Greg O’Neill, current Butler MFA candidate in fiction is the program’s resident music scene guy. He knows music: Who to watch and where and with whom (hint: with him, if you’re buying). He shares his thoughts on Indy’s music scene.
As a music fan and musician, Indy has always been good to me. There are venues all over the city for both local and touring acts. Places like the Melody Inn which is next to Butler’s campus and books acts as disparate as Japanese punks Peelander-Z and surf-rock god Dick Dale; shockingly legit jazz clubs like the Chatterbox and the Jazz Kitchen; a trio of clubs in Fountain Square — White Rabbit, Radio, Radio and Hi-fi — specializing in everything from burlesque shows to bearded folkies; not to mention your standard outdoor amphitheaters and sporting arenas (I saw both Taylor Swift and Nine Inch Nails under the Pacers banner at Banker’s Life Fieldhouse).
And because Indy inhabits this weird limbo of sometimes-medium-sometimes-major market, national touring acts like Animal Collective, Kurt Vile or Savages will often play more intimate spaces than up in Chicago. Here’s how close you can get:
I’m also constantly surprised by all the MCs who just keep spawning in nearby Fountain Square’s hip hop scene, each year culminating in the hip hop block party, Chreece — sold out in its first two years.
I could go on.
And I will.
Only to mention the two stellar record stores in town, Luna Music and Indy CD & Vinyl. They both sell a great selection of old records and host incredible events like in-store performances from artists playing in town.
I like Indy. It’s a tidy little secret with lots of cool people, cheap housing and zero pretense. Find a local and prepare to spend a single digit number of dollars on drinks.
“I just feel so lucky to be able to live this life where I get to write poems and read poems and think about poems all the time. And I do think that began at Butler,” he said. “Through the friends and mentors I met at Butler who were willing to listen to me blather on and on about this or that poet or this or that poem, the friends and mentors who would often blather back at me with equal fervor. That was such a gift, remains such a gift—one I think about every day.”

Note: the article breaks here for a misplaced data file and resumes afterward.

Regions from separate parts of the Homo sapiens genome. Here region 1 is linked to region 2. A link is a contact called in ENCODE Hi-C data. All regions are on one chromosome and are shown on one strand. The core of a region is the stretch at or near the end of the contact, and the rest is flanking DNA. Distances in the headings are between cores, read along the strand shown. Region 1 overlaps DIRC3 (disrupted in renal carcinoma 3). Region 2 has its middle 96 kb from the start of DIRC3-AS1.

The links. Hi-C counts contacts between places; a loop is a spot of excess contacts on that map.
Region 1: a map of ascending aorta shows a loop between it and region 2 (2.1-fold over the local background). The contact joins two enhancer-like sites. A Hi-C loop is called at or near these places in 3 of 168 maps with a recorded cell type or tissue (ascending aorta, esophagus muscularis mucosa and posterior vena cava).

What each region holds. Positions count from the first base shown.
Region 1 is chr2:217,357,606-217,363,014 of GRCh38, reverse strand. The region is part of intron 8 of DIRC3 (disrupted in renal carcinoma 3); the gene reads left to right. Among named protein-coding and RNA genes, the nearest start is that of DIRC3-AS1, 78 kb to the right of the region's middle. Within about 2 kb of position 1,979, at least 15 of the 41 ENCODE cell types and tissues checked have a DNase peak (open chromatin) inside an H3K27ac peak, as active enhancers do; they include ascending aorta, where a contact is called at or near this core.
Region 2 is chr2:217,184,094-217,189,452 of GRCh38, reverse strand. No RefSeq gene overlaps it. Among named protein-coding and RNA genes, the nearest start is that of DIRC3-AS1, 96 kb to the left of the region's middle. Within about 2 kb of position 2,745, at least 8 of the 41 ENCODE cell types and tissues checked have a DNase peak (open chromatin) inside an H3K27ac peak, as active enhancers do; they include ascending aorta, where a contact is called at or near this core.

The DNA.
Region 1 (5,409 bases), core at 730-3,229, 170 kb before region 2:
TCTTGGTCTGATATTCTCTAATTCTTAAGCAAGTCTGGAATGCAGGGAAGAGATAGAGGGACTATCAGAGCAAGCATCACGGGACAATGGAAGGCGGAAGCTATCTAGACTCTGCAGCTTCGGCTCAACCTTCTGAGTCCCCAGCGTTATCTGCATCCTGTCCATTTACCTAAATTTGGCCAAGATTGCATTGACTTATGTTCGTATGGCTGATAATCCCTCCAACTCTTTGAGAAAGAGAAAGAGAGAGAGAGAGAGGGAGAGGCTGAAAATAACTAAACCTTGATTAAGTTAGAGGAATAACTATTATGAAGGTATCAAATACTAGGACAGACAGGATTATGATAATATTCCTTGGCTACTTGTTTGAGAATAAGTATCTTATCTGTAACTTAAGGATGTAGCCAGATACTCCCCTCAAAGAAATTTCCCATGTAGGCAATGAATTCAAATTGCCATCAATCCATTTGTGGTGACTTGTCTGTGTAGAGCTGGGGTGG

– Kaveh Akbar (’15)
Kaveh Akbar graduated the Butler MFA in 2015. In 2016 Kaveh won the Lily Foundation Grant, published a chapbook, signed a contract to publish a full-length book of poetry, and published dozens of poems in highly regarded magazines like Poetry, Tin House, Indiana Review, Field, Poetry Foundation, and Visible Binary. In 2017 his poems will appear in Ploughshares and the New Yorker. Along with Butler MFA, Kaveh hosts the Divedapper Poetry Carnival, an annual event in Indianapolis that makes poetry fun in Indianapolis. He is also the creator of Divedapper, a popular blog of conversations with the biggest names in poetry.
Congratulations to Butler MFA graduate, Laura Kendall. Not only is she a new bookstore owner, she will also be published in Creative Nonfiction. One of the most prestigious and selective literary magazines in the country, Creative Nonfiction is an achievement for any nonfiction writer. Laura said, “This was the only place I submitted this piece, because I didn’t want it to go to just any publication. I’m pretty happy I aimed big with this one.”
Laura read part of the essay, “An Equation, Solve for Father,” at the Butler MFA graduate reading last May. “It’s a piece about the complicated (still) feelings I have toward my dad due to his having Asperger’s,” Laura said.
Laura’s essay will appear in the Winter 2017 issue due out in January.
The Butler creative writing program gathered together to celebrate Thanksgiving, MFA style — abundant food, plenty of drink, and student readings. Thanks to all who joined in the merriment. A special thank you to Denise who prepared the Turkey in addition to several of her delicious sides.
In the spirit of Thanksgiving, the blog asked the MFA community what was about the program that made them thankful.
Karin Salisbury: It’s a home away from home. I’m grateful for insightful faculty, supportive staff, and faithful friends I adore. I am also grateful for the many outreach programs, including Writing for Wellness.
Luke Wortely: Writing in the Schools
Lydia Johnson: I’m thankful for friendships, writing support, encouragement and being a part of a community of writers and the Butler community at large. Also that the programs and events are open to alumni so that we can still be involved!
John Eckerd: I touched Kaveh Akbar’s leg once.